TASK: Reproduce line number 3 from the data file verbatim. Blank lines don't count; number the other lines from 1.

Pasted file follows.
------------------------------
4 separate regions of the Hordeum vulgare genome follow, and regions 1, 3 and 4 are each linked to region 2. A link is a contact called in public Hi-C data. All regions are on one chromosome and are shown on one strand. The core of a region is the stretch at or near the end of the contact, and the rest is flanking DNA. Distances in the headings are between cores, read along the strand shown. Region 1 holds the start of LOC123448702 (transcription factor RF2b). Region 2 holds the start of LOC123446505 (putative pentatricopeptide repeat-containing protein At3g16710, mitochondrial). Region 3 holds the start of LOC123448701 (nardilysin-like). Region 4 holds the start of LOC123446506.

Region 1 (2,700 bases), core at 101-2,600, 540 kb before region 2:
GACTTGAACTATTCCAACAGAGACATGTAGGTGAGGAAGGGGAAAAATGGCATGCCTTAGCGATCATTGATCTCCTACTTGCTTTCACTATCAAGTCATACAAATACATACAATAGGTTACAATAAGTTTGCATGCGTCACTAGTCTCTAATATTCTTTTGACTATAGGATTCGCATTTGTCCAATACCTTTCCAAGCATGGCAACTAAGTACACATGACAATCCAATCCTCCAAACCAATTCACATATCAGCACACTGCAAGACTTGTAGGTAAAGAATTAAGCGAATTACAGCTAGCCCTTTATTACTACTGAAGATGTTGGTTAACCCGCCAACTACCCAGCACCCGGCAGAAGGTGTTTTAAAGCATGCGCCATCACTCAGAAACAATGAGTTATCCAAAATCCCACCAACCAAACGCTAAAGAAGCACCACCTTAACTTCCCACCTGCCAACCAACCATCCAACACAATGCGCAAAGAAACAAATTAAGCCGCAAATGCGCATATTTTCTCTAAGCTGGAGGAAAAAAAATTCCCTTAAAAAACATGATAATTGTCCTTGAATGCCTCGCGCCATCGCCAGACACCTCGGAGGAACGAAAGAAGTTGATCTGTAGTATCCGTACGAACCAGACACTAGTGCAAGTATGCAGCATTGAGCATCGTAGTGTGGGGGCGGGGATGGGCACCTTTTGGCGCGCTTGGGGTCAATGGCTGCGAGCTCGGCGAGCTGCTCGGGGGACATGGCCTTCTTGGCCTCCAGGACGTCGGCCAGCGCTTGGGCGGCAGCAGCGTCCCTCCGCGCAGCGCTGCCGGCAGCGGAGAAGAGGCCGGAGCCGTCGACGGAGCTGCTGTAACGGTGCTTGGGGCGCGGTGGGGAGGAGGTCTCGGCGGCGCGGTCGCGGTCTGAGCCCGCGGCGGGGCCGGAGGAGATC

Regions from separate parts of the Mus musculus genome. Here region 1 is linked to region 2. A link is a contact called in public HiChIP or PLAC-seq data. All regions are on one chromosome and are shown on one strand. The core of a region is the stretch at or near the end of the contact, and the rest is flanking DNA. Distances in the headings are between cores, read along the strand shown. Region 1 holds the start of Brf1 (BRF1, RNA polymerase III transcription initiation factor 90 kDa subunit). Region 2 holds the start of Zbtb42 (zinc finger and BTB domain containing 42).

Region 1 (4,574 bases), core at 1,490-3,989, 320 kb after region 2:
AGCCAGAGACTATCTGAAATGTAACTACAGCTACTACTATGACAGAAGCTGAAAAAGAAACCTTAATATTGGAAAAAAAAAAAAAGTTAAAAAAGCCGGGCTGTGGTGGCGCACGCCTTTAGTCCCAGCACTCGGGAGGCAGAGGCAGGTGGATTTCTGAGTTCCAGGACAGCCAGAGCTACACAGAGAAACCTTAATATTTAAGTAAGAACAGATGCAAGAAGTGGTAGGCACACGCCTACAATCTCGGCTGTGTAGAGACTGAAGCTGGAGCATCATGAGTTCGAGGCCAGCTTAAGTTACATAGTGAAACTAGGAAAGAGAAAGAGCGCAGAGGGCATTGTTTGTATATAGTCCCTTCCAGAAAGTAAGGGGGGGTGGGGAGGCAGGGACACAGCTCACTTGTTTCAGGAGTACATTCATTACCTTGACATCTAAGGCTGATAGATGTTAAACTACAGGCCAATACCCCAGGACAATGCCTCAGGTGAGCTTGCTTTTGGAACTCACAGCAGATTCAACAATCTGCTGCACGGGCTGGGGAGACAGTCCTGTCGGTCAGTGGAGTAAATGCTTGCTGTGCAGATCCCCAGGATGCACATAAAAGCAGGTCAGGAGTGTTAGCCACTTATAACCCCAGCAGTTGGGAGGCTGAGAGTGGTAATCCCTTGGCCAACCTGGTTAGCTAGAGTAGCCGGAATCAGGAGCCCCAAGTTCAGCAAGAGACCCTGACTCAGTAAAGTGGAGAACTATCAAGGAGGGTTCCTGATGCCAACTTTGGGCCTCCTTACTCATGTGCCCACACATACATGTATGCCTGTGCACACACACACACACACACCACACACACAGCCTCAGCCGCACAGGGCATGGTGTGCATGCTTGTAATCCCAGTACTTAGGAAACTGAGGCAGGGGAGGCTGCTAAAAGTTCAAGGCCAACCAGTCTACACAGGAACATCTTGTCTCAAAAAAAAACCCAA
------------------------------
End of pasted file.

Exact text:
GACTTGAACTATTCCAACAGAGACATGTAGGTGAGGAAGGGGAAAAATGGCATGCCTTAGCGATCATTGATCTCCTACTTGCTTTCACTATCAAGTCATACAAATACATACAATAGGTTACAATAAGTTTGCATGCGTCACTAGTCTCTAATATTCTTTTGACTATAGGATTCGCATTTGTCCAATACCTTTCCAAGCATGGCAACTAAGTACACATGACAATCCAATCCTCCAAACCAATTCACATATCAGCACACTGCAAGACTTGTAGGTAAAGAATTAAGCGAATTACAGCTAGCCCTTTATTACTACTGAAGATGTTGGTTAACCCGCCAACTACCCAGCACCCGGCAGAAGGTGTTTTAAAGCATGCGCCATCACTCAGAAACAATGAGTTATCCAAAATCCCACCAACCAAACGCTAAAGAAGCACCACCTTAACTTCCCACCTGCCAACCAACCATCCAACACAATGCGCAAAGAAACAAATTAAGCCGCAAATGCGCATATTTTCTCTAAGCTGGAGGAAAAAAAATTCCCTTAAAAAACATGATAATTGTCCTTGAATGCCTCGCGCCATCGCCAGACACCTCGGAGGAACGAAAGAAGTTGATCTGTAGTATCCGTACGAACCAGACACTAGTGCAAGTATGCAGCATTGAGCATCGTAGTGTGGGGGCGGGGATGGGCACCTTTTGGCGCGCTTGGGGTCAATGGCTGCGAGCTCGGCGAGCTGCTCGGGGGACATGGCCTTCTTGGCCTCCAGGACGTCGGCCAGCGCTTGGGCGGCAGCAGCGTCCCTCCGCGCAGCGCTGCCGGCAGCGGAGAAGAGGCCGGAGCCGTCGACGGAGCTGCTGTAACGGTGCTTGGGGCGCGGTGGGGAGGAGGTCTCGGCGGCGCGGTCGCGGTCTGAGCCCGCGGCGGGGCCGGAGGAGATC